Thursday, November 22, 2007

James Ussher and the Incarnation

I understand that the complete Works of Ussher are now online at Google

A striking prediction made by Ussher was posted here recently with some details of his life.

More books written by Ussher have been republished lately

Crawford Gribben has also written an excellent popular biography.

Ussher wrote a study of the person and work of Christ especially his incarnation. This is a remarkable piece of spiritual and theological insight written in a meditative spirit and one of my favourite pieces of writing. Read it here:

Here are a few extracts from Ussher's work on the incarnation:
"The Nature assumed, is the seed of Abraham, Heb. 2:16, the seed of David, Rom. 1:3. the seed of the Woman, Gen. 3:15, the WORD, the second person of the Trinity, being made FLESH, that is to say, Gods owne Son being made of a Woman, and so becomming truely and really the fruit of her wombe. Neither did hee take the substance of our nature onely, but all the properties also and the qualities thereof: so as it might be said of him, as it was of Elias and the Apostles; that hee was a man subject to like passions as wee are. Yea he subjected himself in the dayes of his flesh to the same weaknesse which we find in our owne fraile nature, and was compassed with like infirmities; and in a word, in all things was made like unto his brethren, sin onely excepted. Wherein yet we must consider, that as he took upon him, not an humane Person, but an humane Nature: so it was not requisite he should take upon him any Personall infirmities, such as are, madnesse, blindnesse, lamenesse, and particular kindes of diseases, which are incident to some onely and not to all men in generall; but those alone which doe accompany the whole nature of mankinde, such as are hungring, thirsting, weannesse, griefe, paine, and mortality."

When Moses beheld the bush burning with fire, and yet no whit consumed, he wondred at the sight, and said; I will now turne aside, and see this great sight, why the bush is not burnt. But when God thereupon called unto him out of the midst of the bush, and said, Draw not nigh hither, and told him who he was; Moses trembled, hid his face, and durst not behold God. Yet although, being thus warned, we dare not draw so nigh; what doth hinder but we may stand aloofe off, and wonder at this great sight? Our God is a consuming fire; saith the Apostle: and a question we finde propounded in the Prophet. Who among us shall dwell with the devouring fire? who amongst us shall dwell with the everlasting burnings? Moses was not like other Prophets, but God spake unto him face to face, as a man speaketh unto his friend: and yet for all that, when he besought the Lord that hee would shew him his glory; he received this answer, Thou canst not see my face: for there shall no man see me, and live. Abraham before him, though a speciall friend of God, and the father of the faithfull, the children of God; yet held it a great matter that hee should take upon him so much as to speak unto God, being but dust and ashes. Yea, the very Angels themselves (which are greater in power and might) are fame to cover their faces, when they stand before him; as not being able to behold the brightnesse of his glory.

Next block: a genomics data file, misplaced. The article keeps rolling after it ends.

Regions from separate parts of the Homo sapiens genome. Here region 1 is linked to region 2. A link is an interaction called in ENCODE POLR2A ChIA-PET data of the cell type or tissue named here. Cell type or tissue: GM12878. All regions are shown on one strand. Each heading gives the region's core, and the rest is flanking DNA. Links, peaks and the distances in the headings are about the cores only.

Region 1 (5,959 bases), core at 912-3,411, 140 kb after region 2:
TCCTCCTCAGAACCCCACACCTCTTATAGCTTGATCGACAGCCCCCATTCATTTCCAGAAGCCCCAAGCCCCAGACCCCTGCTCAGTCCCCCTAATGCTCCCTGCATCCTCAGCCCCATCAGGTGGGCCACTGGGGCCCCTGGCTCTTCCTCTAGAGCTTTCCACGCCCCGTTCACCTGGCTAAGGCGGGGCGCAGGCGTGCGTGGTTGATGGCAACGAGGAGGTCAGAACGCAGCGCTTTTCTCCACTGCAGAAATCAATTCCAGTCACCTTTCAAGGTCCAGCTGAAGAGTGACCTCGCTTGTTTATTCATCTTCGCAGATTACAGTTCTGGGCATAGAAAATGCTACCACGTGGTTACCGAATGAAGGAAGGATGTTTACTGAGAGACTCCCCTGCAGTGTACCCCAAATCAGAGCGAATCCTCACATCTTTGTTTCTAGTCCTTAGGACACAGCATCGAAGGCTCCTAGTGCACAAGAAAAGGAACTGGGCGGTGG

"With what astonishment then may we behold our dust and ashes assumed into the undivided unity of Gods owne Person; and admitted to dwell here, as an inmate, under the same roofe? and yet in the midst of those everlasting burnings, the bush to remaine unconsumed, and to continue fresh and green for evermore. Yea, how should not wee with Abraham rejoyce to see this day, wherein not onely our nature in the person of our Lord Jesus is found to dwell for ever in those everlasting burnings; but, in and by him, our owne persons also are brought so nigh thereunto, that God doth set his Sanctuary and Tabernacle among us, and dwell with us; and (which is much more) maketh us our selves to be the house and the habitation wherein hee is pleased to dwell by his Spirit, according to that of the Apostle: Ye are the temple of the living God, as God hath said; I will dwell in them and walk in them, and I will be their God, and they shall be my people. and that most admirable prayer, which our Saviour himselfe made unto his Father in our behalfe. I pray not for these alone, but for them also which shall believe on me through their word: that they all may be one, as thou. Father art in me, & I in thee, that they also may be one in us; that the world may beleeve that thou hast sent me. I in them, and thou in me, that they may bee made perfect in one; and that the world may know that thou host sent me, and host loved them as thou host loved me."